With emerging projects and partnerships, it’s common for businesses to utilize non-employee labor. However, if new to the world of contingent workforce, it may be confusing when filing taxes for the first few times. Are you wondering what is non-employee compensation? Below, we will define and discuss non-employee labor and compensation and explore how to classify a contractor and how to classify a non-employee when filing taxes.


Non-Employee Labor: What is Non-Employee Compensation?

Non-employee compensation refers to the money a company pays to an independent contractor who performs contingent work. Therefore, non-employee compensation includes fees, commissions, prizes, and awards for any services completed.

According to a 2017 report from the U.S. Bureau of Labor Statistics:

3.8 percent of workers—5.9 million persons—held contingent jobs. … These contingent workers are persons who do not expect their jobs to last or who report that their jobs are temporary. Using three different measures, contingent workers accounted for 1.3 percent to 3.8 percent of total employment.

As non-employee labor is part of the contingent workforce, you treat the compensation procedure different from that of a traditional, full-time employee. For example, you will not withhold taxes for an independent contractor as they are not affiliated with your payroll.

Therefore, before paying non-employee compensation and reporting the wages, you must determine whether a worker is an employee or an independent contractor.


Classifying Workers: Non-Employee vs Employee

When deciding how to classify your employees from independent contractors, consider your relationship with the worker. For example, if the worker has the option to choose the work they do and how to perform said tasks, they are usually considered non-employees.

The Department of Labor (DOL) examines six economic factors to help determine the worker’s status. Therefore, according to the DOL, answer the following questions about the worker:

  • Does the worker play an integral role in the business?
  • How long has the worker worked for the same company?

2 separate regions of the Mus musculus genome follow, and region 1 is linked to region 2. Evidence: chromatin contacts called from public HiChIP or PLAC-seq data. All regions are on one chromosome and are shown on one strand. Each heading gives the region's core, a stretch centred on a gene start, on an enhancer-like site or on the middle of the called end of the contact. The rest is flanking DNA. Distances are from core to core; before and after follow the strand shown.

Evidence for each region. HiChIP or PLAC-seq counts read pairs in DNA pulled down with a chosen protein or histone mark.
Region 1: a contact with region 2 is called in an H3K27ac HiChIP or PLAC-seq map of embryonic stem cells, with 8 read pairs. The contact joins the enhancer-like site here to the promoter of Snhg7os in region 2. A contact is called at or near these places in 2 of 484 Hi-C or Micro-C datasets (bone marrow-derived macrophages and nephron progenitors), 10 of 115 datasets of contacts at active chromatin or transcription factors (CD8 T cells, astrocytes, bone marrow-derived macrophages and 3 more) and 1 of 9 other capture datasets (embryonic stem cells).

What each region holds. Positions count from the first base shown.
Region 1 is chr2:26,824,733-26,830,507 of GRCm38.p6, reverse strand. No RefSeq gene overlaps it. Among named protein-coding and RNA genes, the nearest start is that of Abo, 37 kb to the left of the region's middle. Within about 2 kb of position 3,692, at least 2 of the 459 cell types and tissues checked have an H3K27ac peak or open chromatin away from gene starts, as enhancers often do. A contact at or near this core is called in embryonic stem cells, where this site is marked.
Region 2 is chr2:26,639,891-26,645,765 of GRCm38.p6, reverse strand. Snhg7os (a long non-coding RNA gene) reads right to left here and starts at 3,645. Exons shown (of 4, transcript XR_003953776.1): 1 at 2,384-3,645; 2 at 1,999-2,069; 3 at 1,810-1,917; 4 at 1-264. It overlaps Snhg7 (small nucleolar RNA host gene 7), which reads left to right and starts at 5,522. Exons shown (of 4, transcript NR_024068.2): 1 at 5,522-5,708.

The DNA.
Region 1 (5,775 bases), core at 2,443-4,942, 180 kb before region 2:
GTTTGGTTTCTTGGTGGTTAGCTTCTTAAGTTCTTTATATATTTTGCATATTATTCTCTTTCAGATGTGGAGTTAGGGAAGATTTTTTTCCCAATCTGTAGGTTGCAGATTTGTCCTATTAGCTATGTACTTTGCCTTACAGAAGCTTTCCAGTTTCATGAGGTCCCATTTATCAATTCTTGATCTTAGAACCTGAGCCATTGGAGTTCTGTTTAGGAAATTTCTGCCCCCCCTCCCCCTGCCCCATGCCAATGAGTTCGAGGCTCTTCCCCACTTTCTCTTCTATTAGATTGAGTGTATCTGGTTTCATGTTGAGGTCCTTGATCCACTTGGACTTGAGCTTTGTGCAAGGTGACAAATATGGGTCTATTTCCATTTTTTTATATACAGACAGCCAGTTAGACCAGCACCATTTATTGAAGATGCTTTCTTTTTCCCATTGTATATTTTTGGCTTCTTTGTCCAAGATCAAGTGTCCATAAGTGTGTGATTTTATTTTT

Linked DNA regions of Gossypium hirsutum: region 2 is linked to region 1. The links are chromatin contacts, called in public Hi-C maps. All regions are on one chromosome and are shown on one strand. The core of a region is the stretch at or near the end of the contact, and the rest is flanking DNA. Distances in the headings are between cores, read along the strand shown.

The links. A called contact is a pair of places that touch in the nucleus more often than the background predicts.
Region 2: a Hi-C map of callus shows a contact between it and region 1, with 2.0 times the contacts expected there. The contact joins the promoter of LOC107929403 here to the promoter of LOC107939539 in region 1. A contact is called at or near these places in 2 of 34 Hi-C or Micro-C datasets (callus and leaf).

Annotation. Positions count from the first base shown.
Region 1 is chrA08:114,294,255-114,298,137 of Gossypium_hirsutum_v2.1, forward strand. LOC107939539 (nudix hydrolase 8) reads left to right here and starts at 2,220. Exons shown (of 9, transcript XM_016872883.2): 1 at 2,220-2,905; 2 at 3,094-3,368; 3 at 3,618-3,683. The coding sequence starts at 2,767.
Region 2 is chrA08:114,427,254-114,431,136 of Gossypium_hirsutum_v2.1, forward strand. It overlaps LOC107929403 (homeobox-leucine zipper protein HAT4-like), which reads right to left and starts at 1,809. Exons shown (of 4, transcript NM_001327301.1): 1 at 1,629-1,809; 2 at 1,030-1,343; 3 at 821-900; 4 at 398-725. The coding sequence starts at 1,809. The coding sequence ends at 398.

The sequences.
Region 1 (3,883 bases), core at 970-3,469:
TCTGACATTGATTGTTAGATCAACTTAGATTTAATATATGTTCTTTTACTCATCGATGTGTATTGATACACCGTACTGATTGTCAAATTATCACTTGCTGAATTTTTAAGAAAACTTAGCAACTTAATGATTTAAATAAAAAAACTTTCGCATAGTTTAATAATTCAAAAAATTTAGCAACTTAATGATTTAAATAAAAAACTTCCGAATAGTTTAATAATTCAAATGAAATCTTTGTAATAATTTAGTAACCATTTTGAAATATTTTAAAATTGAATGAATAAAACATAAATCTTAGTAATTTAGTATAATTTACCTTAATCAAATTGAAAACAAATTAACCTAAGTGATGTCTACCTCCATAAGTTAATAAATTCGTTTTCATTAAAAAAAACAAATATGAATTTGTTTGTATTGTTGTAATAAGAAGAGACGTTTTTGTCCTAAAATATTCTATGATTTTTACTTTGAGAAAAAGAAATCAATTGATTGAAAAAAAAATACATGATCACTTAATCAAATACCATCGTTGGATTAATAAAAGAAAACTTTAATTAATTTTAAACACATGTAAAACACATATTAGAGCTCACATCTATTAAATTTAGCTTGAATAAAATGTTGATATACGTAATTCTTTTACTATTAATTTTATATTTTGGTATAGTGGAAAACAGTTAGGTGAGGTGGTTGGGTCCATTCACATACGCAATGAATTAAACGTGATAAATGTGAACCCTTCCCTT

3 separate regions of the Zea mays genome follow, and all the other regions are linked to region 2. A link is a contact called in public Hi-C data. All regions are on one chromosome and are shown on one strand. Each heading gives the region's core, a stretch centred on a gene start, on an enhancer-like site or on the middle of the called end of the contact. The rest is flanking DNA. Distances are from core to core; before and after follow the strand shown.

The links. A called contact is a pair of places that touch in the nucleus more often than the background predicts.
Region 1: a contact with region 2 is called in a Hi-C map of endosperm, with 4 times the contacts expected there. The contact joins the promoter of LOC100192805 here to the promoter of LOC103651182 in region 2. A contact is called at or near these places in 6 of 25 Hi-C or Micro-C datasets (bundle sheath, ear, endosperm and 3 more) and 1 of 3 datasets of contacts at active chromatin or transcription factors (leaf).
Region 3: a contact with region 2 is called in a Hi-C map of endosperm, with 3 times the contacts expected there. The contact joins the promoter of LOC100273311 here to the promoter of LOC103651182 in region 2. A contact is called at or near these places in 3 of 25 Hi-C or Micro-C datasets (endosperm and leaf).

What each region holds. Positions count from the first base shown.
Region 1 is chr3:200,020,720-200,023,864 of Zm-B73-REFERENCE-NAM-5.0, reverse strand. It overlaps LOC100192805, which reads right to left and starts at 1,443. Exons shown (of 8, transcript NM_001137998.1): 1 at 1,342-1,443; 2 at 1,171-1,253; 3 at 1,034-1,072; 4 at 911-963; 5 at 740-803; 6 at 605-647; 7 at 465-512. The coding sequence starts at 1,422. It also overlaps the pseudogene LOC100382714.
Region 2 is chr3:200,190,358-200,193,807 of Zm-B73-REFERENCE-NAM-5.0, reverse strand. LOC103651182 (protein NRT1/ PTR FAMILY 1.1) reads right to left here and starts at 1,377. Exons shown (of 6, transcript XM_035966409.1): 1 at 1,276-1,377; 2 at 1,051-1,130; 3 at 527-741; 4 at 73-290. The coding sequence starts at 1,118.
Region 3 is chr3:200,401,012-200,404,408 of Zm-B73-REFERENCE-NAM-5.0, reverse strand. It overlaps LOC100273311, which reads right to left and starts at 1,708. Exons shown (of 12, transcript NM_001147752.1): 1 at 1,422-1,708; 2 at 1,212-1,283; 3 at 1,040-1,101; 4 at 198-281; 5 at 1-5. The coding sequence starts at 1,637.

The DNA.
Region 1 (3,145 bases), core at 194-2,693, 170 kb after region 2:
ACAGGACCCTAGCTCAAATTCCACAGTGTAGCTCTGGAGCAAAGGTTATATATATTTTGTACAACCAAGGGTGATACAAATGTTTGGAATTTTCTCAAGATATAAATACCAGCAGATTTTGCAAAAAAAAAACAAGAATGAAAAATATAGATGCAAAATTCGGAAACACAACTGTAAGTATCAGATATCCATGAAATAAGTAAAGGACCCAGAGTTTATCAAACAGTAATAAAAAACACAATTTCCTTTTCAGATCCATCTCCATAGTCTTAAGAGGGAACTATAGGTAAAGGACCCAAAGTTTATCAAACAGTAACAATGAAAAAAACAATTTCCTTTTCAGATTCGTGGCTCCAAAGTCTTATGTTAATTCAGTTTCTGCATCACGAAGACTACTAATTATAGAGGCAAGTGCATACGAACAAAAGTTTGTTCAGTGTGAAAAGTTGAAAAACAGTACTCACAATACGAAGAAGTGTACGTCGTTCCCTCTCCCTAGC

• Does the worker use his/her own tools or equipment?
  • Who decides hours and pay rate?
  • Can the worker earn a profit by performing the job more efficiently?
  • Does the worker have a separate business site and/or advertise independently?


Tax Classifications for Non-Employees

Accurately classifying workers is paramount for both the business and worker when filing and depositing taxes. With part-time and full-time employees, you withhold taxes from their wages to cover taxations including state income tax, social security, and federal income tax. However, once you pay a worker as a nonemployee, the worker is then held responsible to independently remit self-employment taxes.

Furthermore, employees and independent contractors pay different tax rates. An employee’s paycheck automatically withholds federal income tax and FICA tax (Social Security and Medicare taxes). The federal income tax rate correlates with what exemptions the employee claimed on their Form W-4. With FICA payroll withholding, you withhold 7.65% of the employee’s wages (6.2% for Social, 1.45% for Medicare). Additionally, you also contribute a matching employer portion of 7.65% of their wages. This totals 15.3% for FICA.

Alternatively, with non-employee compensation, you do not withhold taxes from their pay. As a result, the independent contractor pays the self-employment tax rate of 15.3% of their wages. However, the worker pays more in self-employment tax since there is no employer.


What if There is Suspicion of Misclassification?

If there’s any suspicion that the worker was misclassified, either you or the worker can submit Form SS-8, Determination of Worker Status for Purposes of Federal Employment Taxes and Income Tax Withholding, to the IRS. This form requests that the IRS review the situation and make an official determination. Misclassifying workers comes with paying back wages, taxes, and possibly penalties and court fees.


Why are Companies Turning to Non-Employee Labor?

Across many industries, it is oftentimes much cheaper to hire temporary, non-employee labor, especially for companies that are seeking more flexibility and less risk. They want the ability to hire talent on-demand without the burden of full-time employment costs.

Furthermore, it is much easier for jobseekers to find a part-time job, especially in light of the current, post-Coronavirus economy. Being hired part-time can serve as a real confidence booster and a valuable way for people to build skills while waiting for the market to recover.


Managing Non-Employee Labor with Monument: A Highly Rated MSP

Are you still unsure of which on-demand talent platform to use? Consider partnering with our team of managed service providers (MSPs) at Monument Consulting to implement and internally manage your on-demand talent.

At Monument Consulting, we understand the importance of managing your contingent workforce in the most optimized and efficient manner. Therefore, our team uses vendor management systems to streamline our managed service provider services.

Additionally, we offer contingent workforce management consulting services to share our expertise with your staff on how to operate your contingent workforce at maximum efficiency. Our team at Monument will train your team how to operate with a VMS and help with your configuration evaluation, system integrations, and system enhancements to tailor the program to your industry and on-demand talent needs.

Are you looking to connect with Monument Consulting? Contact us today to ask about our contingent workforce consulting or managed service provider (MSP) services!